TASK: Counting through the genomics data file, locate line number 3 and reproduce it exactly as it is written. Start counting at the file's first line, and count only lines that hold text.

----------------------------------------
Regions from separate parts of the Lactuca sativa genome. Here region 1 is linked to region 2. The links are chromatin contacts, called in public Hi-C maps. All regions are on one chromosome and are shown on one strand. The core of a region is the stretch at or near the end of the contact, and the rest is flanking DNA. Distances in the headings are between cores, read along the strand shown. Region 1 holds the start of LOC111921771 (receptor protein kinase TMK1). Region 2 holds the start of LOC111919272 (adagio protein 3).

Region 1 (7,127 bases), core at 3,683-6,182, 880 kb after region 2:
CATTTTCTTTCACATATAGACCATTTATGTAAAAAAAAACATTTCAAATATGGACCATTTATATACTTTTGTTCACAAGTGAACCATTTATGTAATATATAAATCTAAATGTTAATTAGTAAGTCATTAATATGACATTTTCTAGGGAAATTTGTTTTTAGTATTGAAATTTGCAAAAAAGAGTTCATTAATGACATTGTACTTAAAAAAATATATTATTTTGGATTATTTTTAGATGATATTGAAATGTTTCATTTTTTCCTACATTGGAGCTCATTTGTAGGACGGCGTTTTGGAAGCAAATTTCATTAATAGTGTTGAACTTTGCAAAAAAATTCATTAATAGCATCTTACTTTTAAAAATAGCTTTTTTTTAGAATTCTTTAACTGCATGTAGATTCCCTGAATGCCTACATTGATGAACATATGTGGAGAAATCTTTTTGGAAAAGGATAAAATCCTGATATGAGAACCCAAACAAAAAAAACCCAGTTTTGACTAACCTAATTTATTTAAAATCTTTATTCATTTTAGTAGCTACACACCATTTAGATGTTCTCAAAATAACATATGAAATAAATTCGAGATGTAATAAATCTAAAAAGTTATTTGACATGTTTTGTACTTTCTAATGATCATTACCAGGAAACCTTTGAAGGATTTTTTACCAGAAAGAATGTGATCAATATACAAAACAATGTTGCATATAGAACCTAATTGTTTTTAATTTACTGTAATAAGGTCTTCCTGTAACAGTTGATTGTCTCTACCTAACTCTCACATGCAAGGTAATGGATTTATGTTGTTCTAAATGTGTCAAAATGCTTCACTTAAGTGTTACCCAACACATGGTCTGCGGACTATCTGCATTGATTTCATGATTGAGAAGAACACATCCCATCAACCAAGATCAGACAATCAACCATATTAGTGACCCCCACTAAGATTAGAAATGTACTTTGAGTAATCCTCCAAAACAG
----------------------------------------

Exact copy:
CATTTTCTTTCACATATAGACCATTTATGTAAAAAAAAACATTTCAAATATGGACCATTTATATACTTTTGTTCACAAGTGAACCATTTATGTAATATATAAATCTAAATGTTAATTAGTAAGTCATTAATATGACATTTTCTAGGGAAATTTGTTTTTAGTATTGAAATTTGCAAAAAAGAGTTCATTAATGACATTGTACTTAAAAAAATATATTATTTTGGATTATTTTTAGATGATATTGAAATGTTTCATTTTTTCCTACATTGGAGCTCATTTGTAGGACGGCGTTTTGGAAGCAAATTTCATTAATAGTGTTGAACTTTGCAAAAAAATTCATTAATAGCATCTTACTTTTAAAAATAGCTTTTTTTTAGAATTCTTTAACTGCATGTAGATTCCCTGAATGCCTACATTGATGAACATATGTGGAGAAATCTTTTTGGAAAAGGATAAAATCCTGATATGAGAACCCAAACAAAAAAAACCCAGTTTTGACTAACCTAATTTATTTAAAATCTTTATTCATTTTAGTAGCTACACACCATTTAGATGTTCTCAAAATAACATATGAAATAAATTCGAGATGTAATAAATCTAAAAAGTTATTTGACATGTTTTGTACTTTCTAATGATCATTACCAGGAAACCTTTGAAGGATTTTTTACCAGAAAGAATGTGATCAATATACAAAACAATGTTGCATATAGAACCTAATTGTTTTTAATTTACTGTAATAAGGTCTTCCTGTAACAGTTGATTGTCTCTACCTAACTCTCACATGCAAGGTAATGGATTTATGTTGTTCTAAATGTGTCAAAATGCTTCACTTAAGTGTTACCCAACACATGGTCTGCGGACTATCTGCATTGATTTCATGATTGAGAAGAACACATCCCATCAACCAAGATCAGACAATCAACCATATTAGTGACCCCCACTAAGATTAGAAATGTACTTTGAGTAATCCTCCAAAACAG